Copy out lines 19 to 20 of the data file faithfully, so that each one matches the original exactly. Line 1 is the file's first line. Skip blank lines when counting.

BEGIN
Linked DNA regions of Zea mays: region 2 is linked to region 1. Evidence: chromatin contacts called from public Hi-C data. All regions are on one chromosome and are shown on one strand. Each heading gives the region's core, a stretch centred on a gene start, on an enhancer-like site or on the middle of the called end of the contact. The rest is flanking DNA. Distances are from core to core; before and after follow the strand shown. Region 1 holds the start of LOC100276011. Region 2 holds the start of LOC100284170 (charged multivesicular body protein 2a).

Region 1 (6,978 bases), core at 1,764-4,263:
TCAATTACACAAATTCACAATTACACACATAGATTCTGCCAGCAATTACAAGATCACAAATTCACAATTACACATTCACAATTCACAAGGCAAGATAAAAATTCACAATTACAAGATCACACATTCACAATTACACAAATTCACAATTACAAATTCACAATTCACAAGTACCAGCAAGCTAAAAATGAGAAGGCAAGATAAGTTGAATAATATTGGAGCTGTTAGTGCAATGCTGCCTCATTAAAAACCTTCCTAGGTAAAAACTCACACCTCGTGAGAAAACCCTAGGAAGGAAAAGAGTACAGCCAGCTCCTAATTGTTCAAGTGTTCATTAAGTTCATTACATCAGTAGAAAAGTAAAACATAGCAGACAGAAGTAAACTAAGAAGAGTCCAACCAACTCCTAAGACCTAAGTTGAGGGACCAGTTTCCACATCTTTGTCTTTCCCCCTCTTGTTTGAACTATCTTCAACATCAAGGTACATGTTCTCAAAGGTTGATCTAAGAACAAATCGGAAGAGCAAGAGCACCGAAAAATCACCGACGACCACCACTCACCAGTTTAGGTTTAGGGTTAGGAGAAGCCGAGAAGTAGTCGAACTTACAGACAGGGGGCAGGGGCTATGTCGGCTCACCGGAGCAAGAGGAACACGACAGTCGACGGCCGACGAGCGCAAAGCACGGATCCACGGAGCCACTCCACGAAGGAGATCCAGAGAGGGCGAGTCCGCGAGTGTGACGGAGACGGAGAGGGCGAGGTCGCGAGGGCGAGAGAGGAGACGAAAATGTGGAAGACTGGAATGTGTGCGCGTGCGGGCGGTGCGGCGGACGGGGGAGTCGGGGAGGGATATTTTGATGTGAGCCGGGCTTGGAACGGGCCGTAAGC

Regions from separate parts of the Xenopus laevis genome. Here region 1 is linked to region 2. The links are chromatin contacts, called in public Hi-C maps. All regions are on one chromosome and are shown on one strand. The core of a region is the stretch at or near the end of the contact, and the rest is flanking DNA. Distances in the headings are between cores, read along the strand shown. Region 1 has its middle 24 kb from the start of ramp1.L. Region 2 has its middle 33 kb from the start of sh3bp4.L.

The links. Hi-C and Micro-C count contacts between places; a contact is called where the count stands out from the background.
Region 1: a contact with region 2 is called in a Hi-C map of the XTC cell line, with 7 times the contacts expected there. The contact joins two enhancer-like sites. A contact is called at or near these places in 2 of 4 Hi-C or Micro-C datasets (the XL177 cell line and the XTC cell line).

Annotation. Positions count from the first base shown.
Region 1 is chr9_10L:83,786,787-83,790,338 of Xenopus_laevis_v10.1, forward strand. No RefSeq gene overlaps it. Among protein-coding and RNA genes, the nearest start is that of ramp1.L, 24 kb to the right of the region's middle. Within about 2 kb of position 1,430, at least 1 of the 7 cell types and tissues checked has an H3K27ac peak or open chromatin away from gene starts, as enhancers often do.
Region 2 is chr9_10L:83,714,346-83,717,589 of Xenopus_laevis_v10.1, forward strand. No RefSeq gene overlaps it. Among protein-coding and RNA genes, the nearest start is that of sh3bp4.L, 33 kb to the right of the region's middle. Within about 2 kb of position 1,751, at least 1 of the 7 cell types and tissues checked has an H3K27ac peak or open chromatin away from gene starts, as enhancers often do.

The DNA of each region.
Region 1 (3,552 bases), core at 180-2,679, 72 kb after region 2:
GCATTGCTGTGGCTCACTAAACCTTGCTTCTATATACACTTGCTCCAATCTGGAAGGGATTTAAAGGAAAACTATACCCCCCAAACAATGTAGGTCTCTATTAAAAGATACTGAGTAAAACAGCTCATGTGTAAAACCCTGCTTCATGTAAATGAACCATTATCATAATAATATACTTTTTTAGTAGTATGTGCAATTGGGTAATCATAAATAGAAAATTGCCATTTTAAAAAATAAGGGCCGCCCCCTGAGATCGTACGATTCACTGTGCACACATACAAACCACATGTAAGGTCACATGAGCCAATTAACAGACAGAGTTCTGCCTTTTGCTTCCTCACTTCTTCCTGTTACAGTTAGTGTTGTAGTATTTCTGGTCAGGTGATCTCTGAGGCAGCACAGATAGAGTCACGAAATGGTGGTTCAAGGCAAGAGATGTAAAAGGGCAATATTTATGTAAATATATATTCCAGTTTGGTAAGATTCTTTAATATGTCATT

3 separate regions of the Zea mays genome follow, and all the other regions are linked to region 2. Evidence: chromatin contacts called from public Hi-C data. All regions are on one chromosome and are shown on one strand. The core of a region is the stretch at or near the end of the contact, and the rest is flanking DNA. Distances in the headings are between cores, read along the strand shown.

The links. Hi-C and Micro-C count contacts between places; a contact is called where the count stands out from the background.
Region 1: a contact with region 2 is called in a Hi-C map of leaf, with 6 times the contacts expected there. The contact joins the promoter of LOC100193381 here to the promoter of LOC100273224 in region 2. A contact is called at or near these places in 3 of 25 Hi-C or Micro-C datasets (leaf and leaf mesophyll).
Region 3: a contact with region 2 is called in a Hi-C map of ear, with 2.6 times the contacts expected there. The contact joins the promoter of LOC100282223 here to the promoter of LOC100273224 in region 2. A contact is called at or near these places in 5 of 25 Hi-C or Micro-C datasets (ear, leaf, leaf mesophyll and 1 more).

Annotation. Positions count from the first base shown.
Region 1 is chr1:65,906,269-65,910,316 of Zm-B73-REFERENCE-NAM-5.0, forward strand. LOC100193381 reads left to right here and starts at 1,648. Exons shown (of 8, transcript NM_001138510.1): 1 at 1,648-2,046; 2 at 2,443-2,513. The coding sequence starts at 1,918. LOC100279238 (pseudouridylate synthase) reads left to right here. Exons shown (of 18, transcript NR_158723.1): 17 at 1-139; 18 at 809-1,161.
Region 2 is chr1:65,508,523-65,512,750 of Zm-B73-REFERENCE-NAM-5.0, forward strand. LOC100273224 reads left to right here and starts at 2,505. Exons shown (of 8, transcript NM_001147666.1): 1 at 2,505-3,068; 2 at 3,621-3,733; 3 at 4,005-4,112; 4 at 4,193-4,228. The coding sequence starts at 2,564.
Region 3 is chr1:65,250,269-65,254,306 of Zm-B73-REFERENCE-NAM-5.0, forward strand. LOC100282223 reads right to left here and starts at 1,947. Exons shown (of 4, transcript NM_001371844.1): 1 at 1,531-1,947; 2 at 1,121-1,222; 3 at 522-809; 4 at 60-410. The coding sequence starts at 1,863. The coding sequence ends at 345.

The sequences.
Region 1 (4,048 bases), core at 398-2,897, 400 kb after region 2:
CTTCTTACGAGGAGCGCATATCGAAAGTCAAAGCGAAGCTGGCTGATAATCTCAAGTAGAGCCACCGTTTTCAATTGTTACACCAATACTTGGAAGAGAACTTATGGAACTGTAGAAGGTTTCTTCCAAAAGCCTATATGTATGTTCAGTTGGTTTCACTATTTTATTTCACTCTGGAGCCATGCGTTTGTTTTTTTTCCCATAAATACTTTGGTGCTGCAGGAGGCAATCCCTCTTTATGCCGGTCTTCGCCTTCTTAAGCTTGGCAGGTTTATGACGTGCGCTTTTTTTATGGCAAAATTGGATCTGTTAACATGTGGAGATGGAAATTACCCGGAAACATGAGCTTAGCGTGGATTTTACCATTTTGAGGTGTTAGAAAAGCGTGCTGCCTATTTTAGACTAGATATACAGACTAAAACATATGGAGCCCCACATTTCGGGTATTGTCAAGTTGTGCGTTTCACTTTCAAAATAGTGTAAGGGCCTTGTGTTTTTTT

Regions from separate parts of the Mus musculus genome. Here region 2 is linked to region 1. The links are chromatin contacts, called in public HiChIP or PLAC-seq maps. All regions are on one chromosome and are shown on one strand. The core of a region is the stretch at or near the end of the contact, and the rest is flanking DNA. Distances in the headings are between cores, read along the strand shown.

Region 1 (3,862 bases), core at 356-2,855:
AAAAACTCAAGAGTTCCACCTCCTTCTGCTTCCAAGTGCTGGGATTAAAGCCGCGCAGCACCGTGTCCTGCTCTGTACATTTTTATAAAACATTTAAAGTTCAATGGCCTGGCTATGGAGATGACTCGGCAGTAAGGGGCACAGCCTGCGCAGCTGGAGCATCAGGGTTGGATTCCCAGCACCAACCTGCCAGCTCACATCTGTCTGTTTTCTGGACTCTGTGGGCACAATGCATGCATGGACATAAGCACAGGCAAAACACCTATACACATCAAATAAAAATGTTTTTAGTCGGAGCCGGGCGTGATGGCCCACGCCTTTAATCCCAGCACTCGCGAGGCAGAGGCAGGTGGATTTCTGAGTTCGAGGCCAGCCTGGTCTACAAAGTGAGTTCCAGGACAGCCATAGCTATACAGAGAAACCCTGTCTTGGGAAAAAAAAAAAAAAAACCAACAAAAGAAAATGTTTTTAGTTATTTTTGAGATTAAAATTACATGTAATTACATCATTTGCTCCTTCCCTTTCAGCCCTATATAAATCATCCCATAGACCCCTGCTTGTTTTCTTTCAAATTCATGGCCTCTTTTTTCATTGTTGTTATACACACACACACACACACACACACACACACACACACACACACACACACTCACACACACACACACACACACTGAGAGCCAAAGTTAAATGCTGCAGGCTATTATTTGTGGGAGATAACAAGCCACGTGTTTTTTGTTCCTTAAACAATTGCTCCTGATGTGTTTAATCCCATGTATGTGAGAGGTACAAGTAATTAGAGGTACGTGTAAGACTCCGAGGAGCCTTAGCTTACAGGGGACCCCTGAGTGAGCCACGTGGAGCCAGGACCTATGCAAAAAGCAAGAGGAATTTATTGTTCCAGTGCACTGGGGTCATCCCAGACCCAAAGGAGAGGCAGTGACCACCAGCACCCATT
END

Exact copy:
Region 2 is chr1:65,508,523-65,512,750 of Zm-B73-REFERENCE-NAM-5.0, forward strand. LOC100273224 reads left to right here and starts at 2,505. Exons shown (of 8, transcript NM_001147666.1): 1 at 2,505-3,068; 2 at 3,621-3,733; 3 at 4,005-4,112; 4 at 4,193-4,228. The coding sequence starts at 2,564.
Region 3 is chr1:65,250,269-65,254,306 of Zm-B73-REFERENCE-NAM-5.0, forward strand. LOC100282223 reads right to left here and starts at 1,947. Exons shown (of 4, transcript NM_001371844.1): 1 at 1,531-1,947; 2 at 1,121-1,222; 3 at 522-809; 4 at 60-410. The coding sequence starts at 1,863. The coding sequence ends at 345.